And we’re back with Christian Ponce. Christian is the Director of Operational Transformation at LogMeIn, a company that provides collaboration and connectivity software. You might have heard of GoToMeeting or LastPass, two of the company’s products. Prior to this role, Chrisian was the director of the company’s strategic innovation team.
Kaitlin Milliken: So, one thing that we’re asking all of our guests and interviewees is how your role has shifted in light of the new uncertainty that sort of is happening around the globe when it comes to this public health crisis. Have your priorities changed at all in your role since the pandemic really started to affect businesses?
Christian Ponce: So I’d say, LogMeIn is one of those unique positions where my role didn’t shift too much. We make GoToMeeting, and our employee base has always been empowered to work from anywhere. So as a practice, we’ve all worked from home at some point or for some period or worked from the beach or ski slope depending on what you need. So, from that perspective, day-to-day things didn’t change.
What has changed is kind of our priorities right now. Again, being that we make a product that helps solve this immediate need. Of course, we’re all hands on deck, making sure that our customers — both existing and new — are able to get up to speed and support their clients and employees in a real way. And that means, we’re seeing tremendous growth, you know, expansive numbers, growing exponentially. But it also means that as a whole company, that is our priority today.
Kaitlin Milliken: For some of our listeners, this may be the first time that their entire team has been distributed or working from home. What are some best practices that you see really work when it comes to being remote?
Christian Ponce: So, I think the biggest difference is, when people first work remote, they’re like, “Oh, I’m just working from home. So, I’ll go sit on the couch, and I’ll put on the TV. Or I sit at the kitchen table, and that’ll work for me.” And for a lot of people, I understand that that is the restriction that you have because of the space. But…if you aren’t restricted that way, and you do have extra space — be it a guest room, or a basement, or garage that you can put heat into — having a dedicated space to work in, that you can separate from life, makes all the difference. It almost gives you kind of a place where you can put that mindset in, and start working that way. And you can walk away from it. When you’re working at the kitchen table or on the couch, you start blending your life, and you never know when to turn it off or turn it on. So that’s my biggest recommendation. If you can do that, define a space and keep that space for work.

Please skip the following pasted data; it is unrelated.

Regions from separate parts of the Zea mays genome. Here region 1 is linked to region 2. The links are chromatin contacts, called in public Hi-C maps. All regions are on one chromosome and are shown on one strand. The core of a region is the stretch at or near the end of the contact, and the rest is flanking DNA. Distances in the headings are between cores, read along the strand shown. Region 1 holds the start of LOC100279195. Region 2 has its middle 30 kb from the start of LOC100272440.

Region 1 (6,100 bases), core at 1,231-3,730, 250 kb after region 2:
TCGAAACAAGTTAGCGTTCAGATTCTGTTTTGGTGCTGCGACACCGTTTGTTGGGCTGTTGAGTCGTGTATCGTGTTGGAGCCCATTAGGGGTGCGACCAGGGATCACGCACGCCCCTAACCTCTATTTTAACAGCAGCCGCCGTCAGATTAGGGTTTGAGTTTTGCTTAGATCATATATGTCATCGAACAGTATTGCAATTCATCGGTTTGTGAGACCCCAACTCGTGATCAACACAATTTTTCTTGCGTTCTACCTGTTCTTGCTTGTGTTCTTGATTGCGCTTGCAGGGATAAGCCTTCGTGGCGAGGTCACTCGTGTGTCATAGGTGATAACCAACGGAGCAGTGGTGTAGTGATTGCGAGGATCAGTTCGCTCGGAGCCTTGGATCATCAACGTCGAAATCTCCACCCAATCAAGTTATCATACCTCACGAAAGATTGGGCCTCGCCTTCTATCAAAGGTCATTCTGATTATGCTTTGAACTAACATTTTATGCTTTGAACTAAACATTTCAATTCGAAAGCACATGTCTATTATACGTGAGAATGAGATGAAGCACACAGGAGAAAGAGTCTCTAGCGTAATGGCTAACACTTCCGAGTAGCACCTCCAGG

Kaitlin Milliken: A lot of times, really great ideas are born organically — so around the water cooler, at the coffee station, through those spontaneous conversations. How can you simulate that type of experience when everyone is remote?
Christian Ponce: Yeah, you don’t get that with, let’s say, a Slack message or a text chat, because there’s that weight and you don’t know what people are going to come up with. One of the things that we instituted in our team, relatively recently since everyone’s remote, is this 15 minute check-in, at the end of the day, where we all log on into a video chat. We’re cameras on, and we’re shooting the breeze, right?
This is not to talk about a specific topic or to address some work concern. We’re just checking how everybody is. So, as a practice, if you can do that with your team, just set a time that’s separate, where you guys will check in, in order to just have a general conversation like you would in the office. That happens organically.
Kaitlin Milliken: That’s great. At Innovation Leader, something we tried is “Coffee with colleagues,” where we set aside 15 minutes in the middle of the day to just check in and kind of chat. It’s a good place to get the conversation flowing the same way it would in an office.
Christian Ponce: In our innovation team, we had a member that went remote full-time about six months ago, and he set up his office space. And we used to do this thing, very much like Coffee with Colleagues, but we called it “Drinking Alone Together.” Where we all shared a beer at the end of the week, but everybody was on-screen.